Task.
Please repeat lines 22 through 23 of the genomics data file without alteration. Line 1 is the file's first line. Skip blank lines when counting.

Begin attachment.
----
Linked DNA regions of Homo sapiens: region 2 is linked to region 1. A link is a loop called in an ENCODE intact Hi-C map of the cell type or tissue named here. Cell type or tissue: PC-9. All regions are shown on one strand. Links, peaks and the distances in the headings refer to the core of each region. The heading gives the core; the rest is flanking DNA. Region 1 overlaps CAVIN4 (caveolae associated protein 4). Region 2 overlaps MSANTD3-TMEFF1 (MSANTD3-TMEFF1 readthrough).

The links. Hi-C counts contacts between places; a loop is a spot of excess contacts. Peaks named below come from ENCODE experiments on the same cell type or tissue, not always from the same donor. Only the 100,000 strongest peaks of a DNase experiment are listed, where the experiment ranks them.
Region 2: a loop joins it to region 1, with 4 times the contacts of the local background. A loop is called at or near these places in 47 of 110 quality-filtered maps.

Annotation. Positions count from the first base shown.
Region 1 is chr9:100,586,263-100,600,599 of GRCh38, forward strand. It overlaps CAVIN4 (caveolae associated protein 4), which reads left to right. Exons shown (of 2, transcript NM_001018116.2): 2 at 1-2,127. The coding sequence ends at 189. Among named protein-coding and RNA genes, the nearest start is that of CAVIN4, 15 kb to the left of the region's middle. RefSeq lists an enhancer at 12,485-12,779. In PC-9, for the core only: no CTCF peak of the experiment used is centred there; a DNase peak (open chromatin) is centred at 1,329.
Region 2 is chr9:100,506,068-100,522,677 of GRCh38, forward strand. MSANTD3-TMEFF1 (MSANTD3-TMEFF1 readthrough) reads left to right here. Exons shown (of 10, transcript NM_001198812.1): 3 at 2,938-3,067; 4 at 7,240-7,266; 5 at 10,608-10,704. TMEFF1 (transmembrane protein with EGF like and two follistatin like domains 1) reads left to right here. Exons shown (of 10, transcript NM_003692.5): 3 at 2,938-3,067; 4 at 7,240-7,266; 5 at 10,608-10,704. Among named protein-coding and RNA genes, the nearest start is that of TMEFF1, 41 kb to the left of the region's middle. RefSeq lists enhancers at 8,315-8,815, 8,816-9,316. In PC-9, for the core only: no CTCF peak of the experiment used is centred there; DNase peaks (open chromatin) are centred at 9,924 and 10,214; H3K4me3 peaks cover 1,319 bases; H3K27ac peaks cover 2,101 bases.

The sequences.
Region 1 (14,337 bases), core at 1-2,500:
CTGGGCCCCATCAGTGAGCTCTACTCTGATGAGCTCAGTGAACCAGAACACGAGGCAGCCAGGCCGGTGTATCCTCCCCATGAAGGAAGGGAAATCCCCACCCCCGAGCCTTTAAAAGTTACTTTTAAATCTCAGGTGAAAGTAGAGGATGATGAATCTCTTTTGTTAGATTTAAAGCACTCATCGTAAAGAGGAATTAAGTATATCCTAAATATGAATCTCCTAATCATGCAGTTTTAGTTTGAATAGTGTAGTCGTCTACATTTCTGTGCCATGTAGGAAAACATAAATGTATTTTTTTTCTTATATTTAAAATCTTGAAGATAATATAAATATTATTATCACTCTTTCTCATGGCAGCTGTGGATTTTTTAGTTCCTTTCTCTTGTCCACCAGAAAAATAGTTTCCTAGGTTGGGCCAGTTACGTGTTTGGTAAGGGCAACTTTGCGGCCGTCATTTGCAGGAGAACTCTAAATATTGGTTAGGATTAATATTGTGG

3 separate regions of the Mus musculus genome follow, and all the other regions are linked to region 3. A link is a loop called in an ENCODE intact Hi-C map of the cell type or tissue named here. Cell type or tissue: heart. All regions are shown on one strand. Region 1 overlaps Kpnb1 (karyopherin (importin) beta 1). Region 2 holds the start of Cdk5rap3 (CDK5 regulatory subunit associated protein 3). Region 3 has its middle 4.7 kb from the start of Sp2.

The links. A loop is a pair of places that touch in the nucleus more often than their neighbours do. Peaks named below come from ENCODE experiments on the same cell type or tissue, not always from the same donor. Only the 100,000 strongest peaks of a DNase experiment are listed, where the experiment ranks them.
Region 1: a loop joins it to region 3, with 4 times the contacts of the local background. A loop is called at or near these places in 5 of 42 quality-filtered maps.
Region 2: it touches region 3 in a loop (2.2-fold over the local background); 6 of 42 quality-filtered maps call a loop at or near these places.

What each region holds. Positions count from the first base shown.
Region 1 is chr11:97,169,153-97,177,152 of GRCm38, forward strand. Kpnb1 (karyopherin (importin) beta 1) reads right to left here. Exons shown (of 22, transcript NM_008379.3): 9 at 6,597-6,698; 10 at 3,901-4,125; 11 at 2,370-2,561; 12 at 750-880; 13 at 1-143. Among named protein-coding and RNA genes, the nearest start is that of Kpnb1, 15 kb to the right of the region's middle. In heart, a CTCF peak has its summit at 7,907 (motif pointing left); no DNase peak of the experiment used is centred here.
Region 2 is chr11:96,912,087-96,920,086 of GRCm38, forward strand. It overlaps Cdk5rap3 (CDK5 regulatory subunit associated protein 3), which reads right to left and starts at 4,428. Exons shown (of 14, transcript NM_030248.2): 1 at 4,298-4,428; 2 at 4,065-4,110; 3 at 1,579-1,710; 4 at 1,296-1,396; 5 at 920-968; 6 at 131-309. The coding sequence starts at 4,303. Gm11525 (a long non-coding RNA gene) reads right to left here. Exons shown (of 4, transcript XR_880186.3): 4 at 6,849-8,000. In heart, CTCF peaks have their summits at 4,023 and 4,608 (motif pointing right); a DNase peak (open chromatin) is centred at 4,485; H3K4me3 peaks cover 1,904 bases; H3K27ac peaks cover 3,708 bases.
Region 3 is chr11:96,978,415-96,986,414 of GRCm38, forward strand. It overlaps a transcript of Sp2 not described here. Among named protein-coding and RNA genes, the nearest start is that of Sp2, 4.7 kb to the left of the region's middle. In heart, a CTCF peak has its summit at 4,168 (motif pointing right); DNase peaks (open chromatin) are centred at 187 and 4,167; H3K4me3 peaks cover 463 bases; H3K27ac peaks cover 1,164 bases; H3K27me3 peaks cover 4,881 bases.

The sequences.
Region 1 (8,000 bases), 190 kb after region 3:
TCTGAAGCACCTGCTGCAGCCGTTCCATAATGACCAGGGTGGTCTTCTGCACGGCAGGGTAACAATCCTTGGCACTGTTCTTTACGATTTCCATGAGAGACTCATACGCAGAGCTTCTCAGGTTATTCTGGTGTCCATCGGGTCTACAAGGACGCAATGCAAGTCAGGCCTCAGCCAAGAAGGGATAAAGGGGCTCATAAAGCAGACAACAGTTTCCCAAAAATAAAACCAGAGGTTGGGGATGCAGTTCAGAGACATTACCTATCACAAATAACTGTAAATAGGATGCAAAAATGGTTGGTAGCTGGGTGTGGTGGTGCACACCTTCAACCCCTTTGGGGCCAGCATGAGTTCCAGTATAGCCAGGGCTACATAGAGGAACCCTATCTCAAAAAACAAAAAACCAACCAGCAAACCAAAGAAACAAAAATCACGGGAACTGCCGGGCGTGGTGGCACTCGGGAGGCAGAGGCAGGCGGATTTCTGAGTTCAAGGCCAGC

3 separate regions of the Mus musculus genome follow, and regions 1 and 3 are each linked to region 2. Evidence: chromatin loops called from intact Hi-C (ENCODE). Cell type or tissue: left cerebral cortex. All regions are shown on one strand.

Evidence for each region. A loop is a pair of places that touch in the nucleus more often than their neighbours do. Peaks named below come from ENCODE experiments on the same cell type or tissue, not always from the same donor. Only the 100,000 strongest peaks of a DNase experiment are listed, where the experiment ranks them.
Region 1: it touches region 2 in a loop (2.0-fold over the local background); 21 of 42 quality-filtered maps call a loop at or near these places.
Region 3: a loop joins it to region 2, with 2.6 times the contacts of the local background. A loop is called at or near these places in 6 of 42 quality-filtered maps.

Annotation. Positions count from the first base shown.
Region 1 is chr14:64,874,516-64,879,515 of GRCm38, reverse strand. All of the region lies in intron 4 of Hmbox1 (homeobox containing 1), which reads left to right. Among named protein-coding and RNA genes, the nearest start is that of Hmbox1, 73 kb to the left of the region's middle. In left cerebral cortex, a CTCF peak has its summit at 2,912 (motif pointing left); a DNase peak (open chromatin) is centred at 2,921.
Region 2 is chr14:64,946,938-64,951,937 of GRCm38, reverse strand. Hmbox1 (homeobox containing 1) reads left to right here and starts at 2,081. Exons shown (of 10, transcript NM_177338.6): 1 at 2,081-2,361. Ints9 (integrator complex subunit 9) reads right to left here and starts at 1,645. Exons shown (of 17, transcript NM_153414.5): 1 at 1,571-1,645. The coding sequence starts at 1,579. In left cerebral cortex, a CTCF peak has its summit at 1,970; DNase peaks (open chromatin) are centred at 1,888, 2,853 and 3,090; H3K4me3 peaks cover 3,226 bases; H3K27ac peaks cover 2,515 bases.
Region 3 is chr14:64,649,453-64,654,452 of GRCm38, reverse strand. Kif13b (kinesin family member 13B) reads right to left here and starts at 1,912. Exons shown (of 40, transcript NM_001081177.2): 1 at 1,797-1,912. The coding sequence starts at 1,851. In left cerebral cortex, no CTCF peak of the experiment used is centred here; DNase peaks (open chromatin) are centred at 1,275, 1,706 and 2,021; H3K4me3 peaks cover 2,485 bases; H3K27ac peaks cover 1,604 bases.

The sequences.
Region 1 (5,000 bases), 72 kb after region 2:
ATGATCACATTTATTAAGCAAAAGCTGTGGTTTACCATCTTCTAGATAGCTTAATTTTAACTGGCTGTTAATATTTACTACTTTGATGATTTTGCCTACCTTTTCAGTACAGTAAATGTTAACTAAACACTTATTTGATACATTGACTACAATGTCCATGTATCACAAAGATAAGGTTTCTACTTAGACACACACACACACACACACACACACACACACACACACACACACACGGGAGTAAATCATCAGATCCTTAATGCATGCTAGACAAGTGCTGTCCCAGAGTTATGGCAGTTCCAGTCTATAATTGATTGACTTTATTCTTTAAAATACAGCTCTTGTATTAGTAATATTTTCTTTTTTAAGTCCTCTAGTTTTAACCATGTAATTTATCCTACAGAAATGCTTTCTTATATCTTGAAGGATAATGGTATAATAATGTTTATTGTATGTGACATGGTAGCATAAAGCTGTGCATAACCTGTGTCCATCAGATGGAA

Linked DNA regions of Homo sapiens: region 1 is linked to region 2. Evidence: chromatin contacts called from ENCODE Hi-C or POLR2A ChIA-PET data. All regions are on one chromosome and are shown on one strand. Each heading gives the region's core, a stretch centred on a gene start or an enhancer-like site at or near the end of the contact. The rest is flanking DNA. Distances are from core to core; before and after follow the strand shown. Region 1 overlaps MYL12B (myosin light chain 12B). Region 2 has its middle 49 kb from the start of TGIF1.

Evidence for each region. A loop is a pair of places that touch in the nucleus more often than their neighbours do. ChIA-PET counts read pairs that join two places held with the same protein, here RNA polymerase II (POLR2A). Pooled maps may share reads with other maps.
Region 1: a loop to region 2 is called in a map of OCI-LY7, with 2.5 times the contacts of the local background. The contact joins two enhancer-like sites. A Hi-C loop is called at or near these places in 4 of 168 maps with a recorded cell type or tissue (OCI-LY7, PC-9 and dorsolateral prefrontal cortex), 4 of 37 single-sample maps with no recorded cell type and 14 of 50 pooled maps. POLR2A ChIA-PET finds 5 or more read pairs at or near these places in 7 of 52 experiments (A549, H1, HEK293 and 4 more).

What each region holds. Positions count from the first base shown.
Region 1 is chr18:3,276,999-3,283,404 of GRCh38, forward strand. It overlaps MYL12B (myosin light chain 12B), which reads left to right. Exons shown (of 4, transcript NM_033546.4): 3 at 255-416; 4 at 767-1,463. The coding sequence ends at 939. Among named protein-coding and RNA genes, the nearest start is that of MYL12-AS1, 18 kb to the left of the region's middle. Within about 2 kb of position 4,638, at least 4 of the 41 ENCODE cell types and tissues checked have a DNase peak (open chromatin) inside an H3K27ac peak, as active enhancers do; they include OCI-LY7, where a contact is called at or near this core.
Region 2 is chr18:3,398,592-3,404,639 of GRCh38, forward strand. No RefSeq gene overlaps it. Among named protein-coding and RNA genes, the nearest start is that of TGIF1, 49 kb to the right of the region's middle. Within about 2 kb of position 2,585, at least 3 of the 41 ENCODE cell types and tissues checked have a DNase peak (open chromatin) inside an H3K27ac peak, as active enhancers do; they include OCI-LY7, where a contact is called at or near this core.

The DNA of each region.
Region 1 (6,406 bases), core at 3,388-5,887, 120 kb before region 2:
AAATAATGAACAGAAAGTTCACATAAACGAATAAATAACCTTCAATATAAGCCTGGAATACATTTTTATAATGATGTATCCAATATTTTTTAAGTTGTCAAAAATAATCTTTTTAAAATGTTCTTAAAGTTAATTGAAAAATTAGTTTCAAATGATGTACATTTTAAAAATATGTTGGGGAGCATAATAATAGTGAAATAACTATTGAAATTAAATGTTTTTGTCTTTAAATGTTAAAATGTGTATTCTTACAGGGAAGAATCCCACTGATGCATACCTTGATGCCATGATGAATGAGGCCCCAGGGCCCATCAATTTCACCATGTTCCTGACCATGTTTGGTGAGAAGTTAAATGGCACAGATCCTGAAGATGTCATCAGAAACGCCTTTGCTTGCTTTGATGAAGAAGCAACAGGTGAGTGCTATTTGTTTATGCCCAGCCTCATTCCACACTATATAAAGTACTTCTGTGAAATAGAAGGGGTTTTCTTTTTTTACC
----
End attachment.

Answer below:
Evidence for each region. A loop is a pair of places that touch in the nucleus more often than their neighbours do. Peaks named below come from ENCODE experiments on the same cell type or tissue, not always from the same donor. Only the 100,000 strongest peaks of a DNase experiment are listed, where the experiment ranks them.
Region 1: it touches region 2 in a loop (2.0-fold over the local background); 21 of 42 quality-filtered maps call a loop at or near these places.